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Question:

From Meford, New Jersey, USA:

My 10- year-old daughter has two siblings with type 1 diabetes. She was tested through TrialNet for genes in 2009. All were negative. She recently had a normal high blood sugar of 196 mg/dl [10.9 mmol/L] after eating and wet the bed all of a sudden so I took her for a glucose test. Two hours later, her blood sugar was 98 [5.5 mmol/L] and her A1c was 5.3. Now, she has tested positive for the GAD-65 antibody. Do you think she definitely will become diabetic due to not having the gene and now having it. My endocrinolgist said there is no way to tell for sure, but we know what to look for, so keep an eye on her. Have you seen kids with GAD-65 who did not go on to contract type 1 diabetes?

Answer:

The GAD-65 is an antibody that indicates inflammatory changes in the pancreas and is associated with type 1 autoimmune diabetes. If it were negative and then became positive - and stays positive - that would be a high risk situation for her developing diabetes. The higher the antibody, the more the risk. The more similar her genetic testing with her siblings who already have diabetes, of course, the higher the risk as well.

The single high blood glucose level is worrisome but could mean that her pancreas is beginning to fail but still has some function left. Eating lower carbohydrate levels may help preserve beta cell function. More daily activity and avoiding obesity may have the same effect. There is a lot of research to try to intervene at this point if it is inevitable but no definitive safe studies. Optimizing vitamin D levels, perhaps getting blood vitamin D to about 50 ng/ml, shows some promise and is safe to consider with your diabetes team. The same with making sure there are adequate antioxidants such as those that may be obtained in an adult Centrum A-zinc once-a-day.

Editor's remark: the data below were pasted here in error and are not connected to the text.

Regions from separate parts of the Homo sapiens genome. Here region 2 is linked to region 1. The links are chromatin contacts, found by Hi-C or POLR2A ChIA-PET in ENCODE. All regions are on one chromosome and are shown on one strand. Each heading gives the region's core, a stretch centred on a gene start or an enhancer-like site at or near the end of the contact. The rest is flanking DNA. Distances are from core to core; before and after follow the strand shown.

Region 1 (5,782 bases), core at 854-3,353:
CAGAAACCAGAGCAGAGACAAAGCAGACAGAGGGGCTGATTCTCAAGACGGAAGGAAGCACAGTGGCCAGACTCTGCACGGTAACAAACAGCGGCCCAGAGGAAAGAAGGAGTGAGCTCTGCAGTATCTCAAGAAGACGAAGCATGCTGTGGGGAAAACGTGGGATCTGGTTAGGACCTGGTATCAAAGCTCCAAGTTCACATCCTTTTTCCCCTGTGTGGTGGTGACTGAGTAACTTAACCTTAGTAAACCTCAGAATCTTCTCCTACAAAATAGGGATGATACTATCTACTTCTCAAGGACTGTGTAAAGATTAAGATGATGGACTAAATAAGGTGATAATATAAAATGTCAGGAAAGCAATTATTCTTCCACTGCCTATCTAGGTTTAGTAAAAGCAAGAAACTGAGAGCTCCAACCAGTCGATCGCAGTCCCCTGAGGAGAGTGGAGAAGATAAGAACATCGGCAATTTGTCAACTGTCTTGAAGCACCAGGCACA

Most important, perhaps, would be ongoing monitoring of her blood sugar levels to see if there are intermittent high blood sugars occurring even if ony transient and to learn if these are happening more frequently. And, of course, pay attention to the amount and frequency of daytime urination, thirst, weight and overnight urination/enuresis. If these were increasing, this would suggest higher sugar levels, too. If we cannot yet prevent such diabetes from fully developing, we can let you monitor so that she does not get a lot of symptoms and does not become dehydrated or ill, may avoid needing hospitalization if she needs insulin and have all of this recognized by blood sugarlevels, rising A1c and/or symptom changes.

SB

DTQ-20150427010036
Original posting 23 Jul 2015
Posted to Diagnosis and Symptoms and Genetics and Heredity

  
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Last Updated: Thursday July 23, 2015 14:02:46
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